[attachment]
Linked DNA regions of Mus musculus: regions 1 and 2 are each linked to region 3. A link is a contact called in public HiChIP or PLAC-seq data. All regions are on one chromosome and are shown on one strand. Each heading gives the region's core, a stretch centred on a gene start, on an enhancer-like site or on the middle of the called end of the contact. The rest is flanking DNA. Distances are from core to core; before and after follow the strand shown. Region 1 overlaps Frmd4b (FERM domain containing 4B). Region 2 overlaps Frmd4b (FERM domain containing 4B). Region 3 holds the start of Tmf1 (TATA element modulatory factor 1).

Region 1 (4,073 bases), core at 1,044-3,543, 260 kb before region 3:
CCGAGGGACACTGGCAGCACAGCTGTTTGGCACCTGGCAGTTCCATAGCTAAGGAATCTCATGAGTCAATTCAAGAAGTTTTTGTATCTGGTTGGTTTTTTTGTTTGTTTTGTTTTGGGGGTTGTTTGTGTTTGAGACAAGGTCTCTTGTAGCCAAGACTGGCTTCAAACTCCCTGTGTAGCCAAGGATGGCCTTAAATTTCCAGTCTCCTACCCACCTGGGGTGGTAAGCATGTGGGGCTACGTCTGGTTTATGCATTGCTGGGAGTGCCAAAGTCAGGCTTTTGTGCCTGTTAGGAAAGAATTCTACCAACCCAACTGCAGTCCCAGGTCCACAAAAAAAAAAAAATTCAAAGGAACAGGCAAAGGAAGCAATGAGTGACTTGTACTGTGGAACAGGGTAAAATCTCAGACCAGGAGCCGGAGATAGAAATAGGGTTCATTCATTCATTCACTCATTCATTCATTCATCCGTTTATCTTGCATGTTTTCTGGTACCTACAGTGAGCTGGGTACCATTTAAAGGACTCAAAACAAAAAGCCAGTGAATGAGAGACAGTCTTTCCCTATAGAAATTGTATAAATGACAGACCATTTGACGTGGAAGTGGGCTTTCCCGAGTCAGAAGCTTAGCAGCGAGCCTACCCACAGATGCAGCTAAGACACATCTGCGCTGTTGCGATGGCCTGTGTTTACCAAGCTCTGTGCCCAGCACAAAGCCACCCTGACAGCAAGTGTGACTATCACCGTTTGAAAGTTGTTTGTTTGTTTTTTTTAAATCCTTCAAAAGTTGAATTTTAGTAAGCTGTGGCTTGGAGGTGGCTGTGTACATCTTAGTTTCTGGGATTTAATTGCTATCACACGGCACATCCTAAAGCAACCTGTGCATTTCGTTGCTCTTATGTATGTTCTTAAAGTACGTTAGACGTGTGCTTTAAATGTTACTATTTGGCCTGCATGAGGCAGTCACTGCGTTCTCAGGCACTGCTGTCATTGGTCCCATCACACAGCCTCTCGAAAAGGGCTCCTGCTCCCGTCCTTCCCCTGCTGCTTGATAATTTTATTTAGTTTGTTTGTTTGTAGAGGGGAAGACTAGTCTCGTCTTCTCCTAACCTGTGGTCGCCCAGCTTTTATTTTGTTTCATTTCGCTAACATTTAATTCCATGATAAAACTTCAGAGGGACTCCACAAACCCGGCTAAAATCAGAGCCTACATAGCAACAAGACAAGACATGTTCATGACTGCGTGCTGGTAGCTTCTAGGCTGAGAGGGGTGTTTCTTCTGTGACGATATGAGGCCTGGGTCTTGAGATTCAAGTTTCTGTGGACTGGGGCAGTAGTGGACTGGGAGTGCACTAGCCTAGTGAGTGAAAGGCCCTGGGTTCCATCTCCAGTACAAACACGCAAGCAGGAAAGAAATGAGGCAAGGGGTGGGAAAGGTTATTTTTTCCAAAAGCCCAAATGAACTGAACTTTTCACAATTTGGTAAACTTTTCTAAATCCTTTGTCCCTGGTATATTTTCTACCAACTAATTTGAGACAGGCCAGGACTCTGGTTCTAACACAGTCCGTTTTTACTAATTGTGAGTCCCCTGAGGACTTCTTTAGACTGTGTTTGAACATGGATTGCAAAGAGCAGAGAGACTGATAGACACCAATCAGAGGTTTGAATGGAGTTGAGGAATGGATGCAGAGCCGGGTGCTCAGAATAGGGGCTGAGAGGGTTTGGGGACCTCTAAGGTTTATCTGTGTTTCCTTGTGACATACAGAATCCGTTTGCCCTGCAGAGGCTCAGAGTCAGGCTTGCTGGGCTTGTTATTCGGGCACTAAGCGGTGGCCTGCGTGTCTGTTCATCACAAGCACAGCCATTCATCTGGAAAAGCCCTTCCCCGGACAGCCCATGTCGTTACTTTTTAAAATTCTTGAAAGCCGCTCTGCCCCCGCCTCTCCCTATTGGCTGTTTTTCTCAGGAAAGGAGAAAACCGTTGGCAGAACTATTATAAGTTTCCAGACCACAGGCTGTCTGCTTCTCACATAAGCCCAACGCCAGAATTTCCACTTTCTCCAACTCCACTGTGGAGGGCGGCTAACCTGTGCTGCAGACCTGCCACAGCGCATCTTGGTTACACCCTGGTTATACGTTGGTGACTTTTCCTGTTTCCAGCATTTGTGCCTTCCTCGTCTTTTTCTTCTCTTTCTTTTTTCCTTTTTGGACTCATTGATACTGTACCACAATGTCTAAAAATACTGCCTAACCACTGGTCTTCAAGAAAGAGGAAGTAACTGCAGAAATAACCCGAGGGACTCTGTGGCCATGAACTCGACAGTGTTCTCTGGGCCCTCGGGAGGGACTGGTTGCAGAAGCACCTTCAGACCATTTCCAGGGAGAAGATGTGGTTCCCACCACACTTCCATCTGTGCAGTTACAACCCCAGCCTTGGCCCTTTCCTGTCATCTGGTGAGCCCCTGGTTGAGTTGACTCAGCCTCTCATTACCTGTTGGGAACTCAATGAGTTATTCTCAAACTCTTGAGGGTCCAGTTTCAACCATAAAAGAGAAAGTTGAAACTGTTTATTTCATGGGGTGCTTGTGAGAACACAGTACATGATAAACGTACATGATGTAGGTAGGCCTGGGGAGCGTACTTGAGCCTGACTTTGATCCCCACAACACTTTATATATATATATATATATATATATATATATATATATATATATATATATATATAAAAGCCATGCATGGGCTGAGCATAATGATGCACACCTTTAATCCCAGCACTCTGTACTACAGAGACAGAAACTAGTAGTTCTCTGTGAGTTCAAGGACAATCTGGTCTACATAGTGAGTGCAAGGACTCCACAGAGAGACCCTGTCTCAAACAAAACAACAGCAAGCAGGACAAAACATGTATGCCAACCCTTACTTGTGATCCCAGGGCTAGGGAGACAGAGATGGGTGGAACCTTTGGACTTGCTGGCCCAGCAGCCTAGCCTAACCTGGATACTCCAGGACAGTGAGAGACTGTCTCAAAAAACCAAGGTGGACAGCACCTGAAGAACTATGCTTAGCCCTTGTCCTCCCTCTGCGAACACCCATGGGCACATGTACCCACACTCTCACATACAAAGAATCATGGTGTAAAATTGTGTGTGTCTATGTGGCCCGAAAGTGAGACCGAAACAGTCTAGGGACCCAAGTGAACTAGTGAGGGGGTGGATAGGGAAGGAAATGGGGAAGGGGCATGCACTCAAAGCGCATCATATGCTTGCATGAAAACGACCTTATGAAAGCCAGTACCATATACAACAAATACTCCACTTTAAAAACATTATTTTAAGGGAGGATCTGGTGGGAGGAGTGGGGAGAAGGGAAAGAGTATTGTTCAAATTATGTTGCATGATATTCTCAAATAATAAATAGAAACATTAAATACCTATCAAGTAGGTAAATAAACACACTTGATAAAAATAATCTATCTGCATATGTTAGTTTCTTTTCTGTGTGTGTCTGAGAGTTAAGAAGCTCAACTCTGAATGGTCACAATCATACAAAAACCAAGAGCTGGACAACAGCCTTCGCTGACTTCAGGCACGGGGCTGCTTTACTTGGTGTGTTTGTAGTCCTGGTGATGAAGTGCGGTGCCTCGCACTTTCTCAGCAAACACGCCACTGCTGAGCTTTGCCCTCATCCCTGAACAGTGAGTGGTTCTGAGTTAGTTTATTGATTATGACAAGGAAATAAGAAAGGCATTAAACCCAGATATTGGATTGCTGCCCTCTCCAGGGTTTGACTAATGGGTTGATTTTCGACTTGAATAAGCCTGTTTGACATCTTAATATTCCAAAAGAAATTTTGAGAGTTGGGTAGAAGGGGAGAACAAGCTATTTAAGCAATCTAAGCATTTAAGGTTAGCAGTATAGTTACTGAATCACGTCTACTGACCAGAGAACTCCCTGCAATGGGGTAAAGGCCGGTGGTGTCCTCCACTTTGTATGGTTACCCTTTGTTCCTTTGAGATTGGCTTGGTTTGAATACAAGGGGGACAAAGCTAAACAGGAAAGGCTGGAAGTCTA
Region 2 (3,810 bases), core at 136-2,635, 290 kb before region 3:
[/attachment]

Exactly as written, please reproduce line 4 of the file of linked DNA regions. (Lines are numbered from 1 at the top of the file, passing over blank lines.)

Region 2 (3,810 bases), core at 136-2,635, 290 kb before region 3: